- David Helman, Reporter, RecruitingNation
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NEW ORLEANS -- What a fitting mascot this Ole Miss basketball team possesses.
Ole Miss uses the moniker of the Rebels, and rebelling is exactly what they're doing this weekend at the New Orleans Arena. They just keep winning games, thumbing their noses at the notion that their NCAA tournament bubble has burst; that a 20-12 record isn't good enough for the Big Dance; that March Madness is no place for a program with just six all-time tournament appearances.
Thanks to some clutch free throw shooting from senior forward Terrance Henry, the Rebels outlasted Tennessee, 77-72, in an exhausting overtime marathon Friday night. By doing so, they advanced to the SEC tournament semifinals for the first time since 2007.
"We haven't been to the semifinals since I've been here, and it's just great to still be playing," said Henry, who finished with 19 points.
It looked for all the world like the Rebels had blown the opportunity to keep playing. In an all-out slugfest, Ole Miss fought to a three-point lead against Tennessee with just nine seconds remaining. Against a team that was shooting below 30 percent on the night, coach Andy Kennedy opted not to foul, and the Volunteers made him pay.
Tennessee guard Skylar McBee tied the game on a 3-pointer -- a bank shot, no less -- with just two seconds remaining to force overtime in a game the Rebels seemed to have won.
"I thought it was over with, man," Henry said. "I was like 'Man, he banked this in? We've got to go to overtime?' But we fought through it."
Added Kennedy: "The banks stay open late in Knoxville, I suppose."
But the Rebels responded with the aplomb you'd expect from a team on a five-game winning streak. Ole Miss went 5-of-7 from the field in overtime, and when McBee forced the issue by draining two more treys, Henry held on from the charity stripe.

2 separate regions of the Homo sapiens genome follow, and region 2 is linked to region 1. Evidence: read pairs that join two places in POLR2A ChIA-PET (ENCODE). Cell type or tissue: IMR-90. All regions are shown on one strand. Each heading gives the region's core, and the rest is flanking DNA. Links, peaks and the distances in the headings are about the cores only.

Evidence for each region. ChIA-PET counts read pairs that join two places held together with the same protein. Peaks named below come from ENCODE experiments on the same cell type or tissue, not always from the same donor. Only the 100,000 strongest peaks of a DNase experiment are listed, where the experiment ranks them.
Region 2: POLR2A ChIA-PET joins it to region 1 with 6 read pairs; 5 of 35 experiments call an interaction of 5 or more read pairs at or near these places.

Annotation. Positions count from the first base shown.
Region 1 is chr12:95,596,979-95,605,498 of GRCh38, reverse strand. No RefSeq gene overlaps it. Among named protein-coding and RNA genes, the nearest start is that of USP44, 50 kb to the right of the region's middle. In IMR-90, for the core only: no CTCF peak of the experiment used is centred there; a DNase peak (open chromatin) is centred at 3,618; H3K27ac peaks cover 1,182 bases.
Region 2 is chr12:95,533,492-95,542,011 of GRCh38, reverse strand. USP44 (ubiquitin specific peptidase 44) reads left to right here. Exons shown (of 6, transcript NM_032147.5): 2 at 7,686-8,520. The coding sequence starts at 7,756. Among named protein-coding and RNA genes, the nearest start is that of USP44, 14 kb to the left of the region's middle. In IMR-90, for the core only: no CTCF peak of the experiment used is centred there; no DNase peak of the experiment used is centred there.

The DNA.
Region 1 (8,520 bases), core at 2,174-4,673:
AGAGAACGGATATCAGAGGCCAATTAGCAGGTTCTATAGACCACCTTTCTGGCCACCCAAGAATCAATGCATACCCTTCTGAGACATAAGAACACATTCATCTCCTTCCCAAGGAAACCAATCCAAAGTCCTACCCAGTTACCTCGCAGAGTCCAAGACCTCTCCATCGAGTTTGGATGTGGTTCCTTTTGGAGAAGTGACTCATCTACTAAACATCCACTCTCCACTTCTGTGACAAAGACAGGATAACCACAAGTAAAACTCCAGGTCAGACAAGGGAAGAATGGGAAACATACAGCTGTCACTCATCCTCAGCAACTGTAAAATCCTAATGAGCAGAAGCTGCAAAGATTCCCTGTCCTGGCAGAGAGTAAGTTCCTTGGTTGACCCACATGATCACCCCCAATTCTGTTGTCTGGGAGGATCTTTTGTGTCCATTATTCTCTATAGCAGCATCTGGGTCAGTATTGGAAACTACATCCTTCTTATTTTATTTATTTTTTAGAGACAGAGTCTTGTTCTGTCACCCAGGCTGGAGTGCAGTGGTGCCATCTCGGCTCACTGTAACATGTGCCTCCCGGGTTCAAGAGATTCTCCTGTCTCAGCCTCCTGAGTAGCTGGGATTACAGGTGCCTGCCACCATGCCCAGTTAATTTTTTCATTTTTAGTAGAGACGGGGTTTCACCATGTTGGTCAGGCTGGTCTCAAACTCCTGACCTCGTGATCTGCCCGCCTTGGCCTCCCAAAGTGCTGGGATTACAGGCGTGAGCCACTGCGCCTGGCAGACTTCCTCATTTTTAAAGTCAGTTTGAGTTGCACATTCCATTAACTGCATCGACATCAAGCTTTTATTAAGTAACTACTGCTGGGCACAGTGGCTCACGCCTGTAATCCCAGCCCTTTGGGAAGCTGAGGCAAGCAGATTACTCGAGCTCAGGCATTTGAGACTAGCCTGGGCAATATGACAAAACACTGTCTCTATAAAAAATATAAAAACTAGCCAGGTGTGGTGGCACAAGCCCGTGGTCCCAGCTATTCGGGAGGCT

"All of a sudden, our backs were really against the wall," Kennedy said. "It's never easy with us, but as I said, I could not be more proud of our guys. They dealt with a lot of adversity in that game."
In the postgame press conference, a reporter asked Henry if he felt he was shooting free throws with an NCAA tournament bid on the line -- a question which clearly took him off guard.
"I don't even know how to answer that," he said. "I just wanted to step up and make free throws. I'm the senior leader on the team, and Coach wants the ball in my hands in the last two minutes of the game. I just did what I was supposed to do."
Perhaps the wording was a little dramatic, but the point remains. As long as the Rebels are still playing basketball, their season can't be over. As every bubble team in the country is aware, if Ole Miss wins two more games, no one can keep them from the NCAA tournament. And as unlikely as that seems, it's not that much crazier than the thought of the Rebels riding a five-game winning streak into the tournament semifinals. Nor would it be more surprising than Henry and Company recovering from a gut-wrenching, game-tying 3-pointer to win an overtime game.
As the conference tournament field continues to shrink, Ole Miss remains as the fly in the SEC ointment. But as Kennedy said following the win, being a feel-good story won't be good enough. The Rebs won't be happy until they're dancing, and for that, there's probably more work to do.
"Being happy is not in my job description -- I've got to get this team prepared," Kennedy said. "I came into the locker room after that win, and it was not a celebratory locker room. And that's a good thing. It was a locker room that said, 'Hey, we did what we were supposed to do. We took care of business.'"